Malcolm Wells, Pioneer of Green Architecture, Dies at 83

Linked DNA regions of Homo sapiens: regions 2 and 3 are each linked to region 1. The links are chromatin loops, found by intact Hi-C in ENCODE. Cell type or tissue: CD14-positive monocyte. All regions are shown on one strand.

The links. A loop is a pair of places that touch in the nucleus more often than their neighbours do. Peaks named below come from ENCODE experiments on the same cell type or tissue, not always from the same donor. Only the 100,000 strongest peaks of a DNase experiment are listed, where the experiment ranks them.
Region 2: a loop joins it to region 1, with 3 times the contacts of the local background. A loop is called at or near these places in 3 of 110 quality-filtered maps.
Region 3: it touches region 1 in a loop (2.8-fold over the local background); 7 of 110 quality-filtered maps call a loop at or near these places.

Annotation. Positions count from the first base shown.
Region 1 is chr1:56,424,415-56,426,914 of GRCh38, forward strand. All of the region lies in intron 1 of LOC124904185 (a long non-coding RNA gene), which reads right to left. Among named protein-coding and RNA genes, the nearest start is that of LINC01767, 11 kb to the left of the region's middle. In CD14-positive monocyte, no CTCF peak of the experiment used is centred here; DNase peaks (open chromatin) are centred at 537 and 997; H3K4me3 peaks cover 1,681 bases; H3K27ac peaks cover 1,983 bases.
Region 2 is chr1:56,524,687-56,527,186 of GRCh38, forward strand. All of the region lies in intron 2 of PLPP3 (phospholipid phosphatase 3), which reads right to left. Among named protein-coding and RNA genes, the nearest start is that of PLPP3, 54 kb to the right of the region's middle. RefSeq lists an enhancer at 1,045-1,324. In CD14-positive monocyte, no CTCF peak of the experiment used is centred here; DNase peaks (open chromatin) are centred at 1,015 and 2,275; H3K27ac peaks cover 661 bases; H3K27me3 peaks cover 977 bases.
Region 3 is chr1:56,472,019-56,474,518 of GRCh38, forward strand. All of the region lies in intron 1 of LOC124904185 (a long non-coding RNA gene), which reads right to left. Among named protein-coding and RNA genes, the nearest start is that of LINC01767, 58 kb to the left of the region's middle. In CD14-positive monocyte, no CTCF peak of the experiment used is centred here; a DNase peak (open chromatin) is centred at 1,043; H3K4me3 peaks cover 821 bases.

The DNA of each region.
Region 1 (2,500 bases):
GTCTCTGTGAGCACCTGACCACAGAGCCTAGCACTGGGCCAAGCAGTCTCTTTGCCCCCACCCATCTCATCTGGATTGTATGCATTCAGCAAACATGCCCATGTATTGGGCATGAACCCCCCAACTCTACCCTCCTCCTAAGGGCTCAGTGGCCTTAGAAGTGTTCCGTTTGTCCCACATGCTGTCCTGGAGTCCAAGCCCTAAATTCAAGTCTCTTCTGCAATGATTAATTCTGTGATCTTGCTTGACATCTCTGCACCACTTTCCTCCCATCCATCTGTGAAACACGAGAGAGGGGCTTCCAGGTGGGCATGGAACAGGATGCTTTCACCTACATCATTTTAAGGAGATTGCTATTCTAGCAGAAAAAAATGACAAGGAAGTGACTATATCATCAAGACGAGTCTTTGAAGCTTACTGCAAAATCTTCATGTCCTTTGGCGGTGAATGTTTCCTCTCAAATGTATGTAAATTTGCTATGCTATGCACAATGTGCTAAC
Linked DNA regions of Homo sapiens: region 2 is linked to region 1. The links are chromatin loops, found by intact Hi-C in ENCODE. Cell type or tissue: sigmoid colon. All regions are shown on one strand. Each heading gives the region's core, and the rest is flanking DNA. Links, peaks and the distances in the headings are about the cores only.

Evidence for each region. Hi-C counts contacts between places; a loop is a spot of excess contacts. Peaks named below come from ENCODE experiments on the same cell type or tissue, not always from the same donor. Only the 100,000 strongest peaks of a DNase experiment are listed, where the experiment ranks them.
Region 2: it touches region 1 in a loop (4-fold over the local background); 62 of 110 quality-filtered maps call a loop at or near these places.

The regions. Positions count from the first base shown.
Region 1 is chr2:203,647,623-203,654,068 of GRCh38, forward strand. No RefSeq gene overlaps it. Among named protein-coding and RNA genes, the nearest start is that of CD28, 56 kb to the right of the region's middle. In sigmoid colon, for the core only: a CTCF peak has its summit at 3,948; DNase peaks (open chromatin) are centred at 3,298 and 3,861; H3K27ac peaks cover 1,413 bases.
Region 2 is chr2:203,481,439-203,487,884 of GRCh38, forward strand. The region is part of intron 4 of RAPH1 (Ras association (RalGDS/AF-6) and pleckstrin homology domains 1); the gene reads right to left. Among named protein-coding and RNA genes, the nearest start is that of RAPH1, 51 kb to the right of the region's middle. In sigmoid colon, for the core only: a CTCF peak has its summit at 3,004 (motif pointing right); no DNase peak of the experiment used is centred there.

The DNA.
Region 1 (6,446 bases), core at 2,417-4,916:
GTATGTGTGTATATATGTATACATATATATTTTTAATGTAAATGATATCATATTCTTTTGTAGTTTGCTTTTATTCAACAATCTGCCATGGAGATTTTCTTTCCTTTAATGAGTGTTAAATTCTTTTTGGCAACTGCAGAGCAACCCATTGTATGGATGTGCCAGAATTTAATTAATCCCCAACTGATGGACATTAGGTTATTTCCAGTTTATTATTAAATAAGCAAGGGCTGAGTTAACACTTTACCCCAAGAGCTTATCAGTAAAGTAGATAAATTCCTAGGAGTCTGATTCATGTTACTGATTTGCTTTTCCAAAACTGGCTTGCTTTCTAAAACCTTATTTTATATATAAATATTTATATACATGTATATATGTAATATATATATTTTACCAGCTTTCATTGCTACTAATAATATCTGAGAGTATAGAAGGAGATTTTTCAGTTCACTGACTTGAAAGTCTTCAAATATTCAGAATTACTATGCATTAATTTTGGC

M_wells.jpgIn the obituary he wrote himself, Malcolm “Mac” Wells described himself as “an atheist, a Democrat, a skinny old bearded guy, and the owner, with [wife] Karen, of the Underground Art Gallery” in Cape Cod. He also mentioned that he didn’t have a date until his senior year of high school and had never touched a computer or cell phone. Wells, who died on November 27 of congestive heart failure, didn’t get around to mentioning that he was designing environmentally friendly buildings (green roofs, solar power) nearly 50 years before LEED certification became as desirable as granite countertops or stainless steel appliances. He was a tireless advocate of “underground architecture,” earth-covered structures that he proposed as the antidote to “glitzy buildings and trophy houses: big, ugly, show-off monsters that stand—or I should say stomp—on land stripped bare by the construction work and replanted with toxic green lawns.” The gentler approach to architecture that he developed in the mid-1960s, after designing the RCA pavilion at the 1964 World’s Fair, was once derided as wacky but today sounds positively prescient: “A building should consume its own waste, maintain itself, match nature’s pace, provide wildlife habitat, moderate climate and weather, and be beautiful.”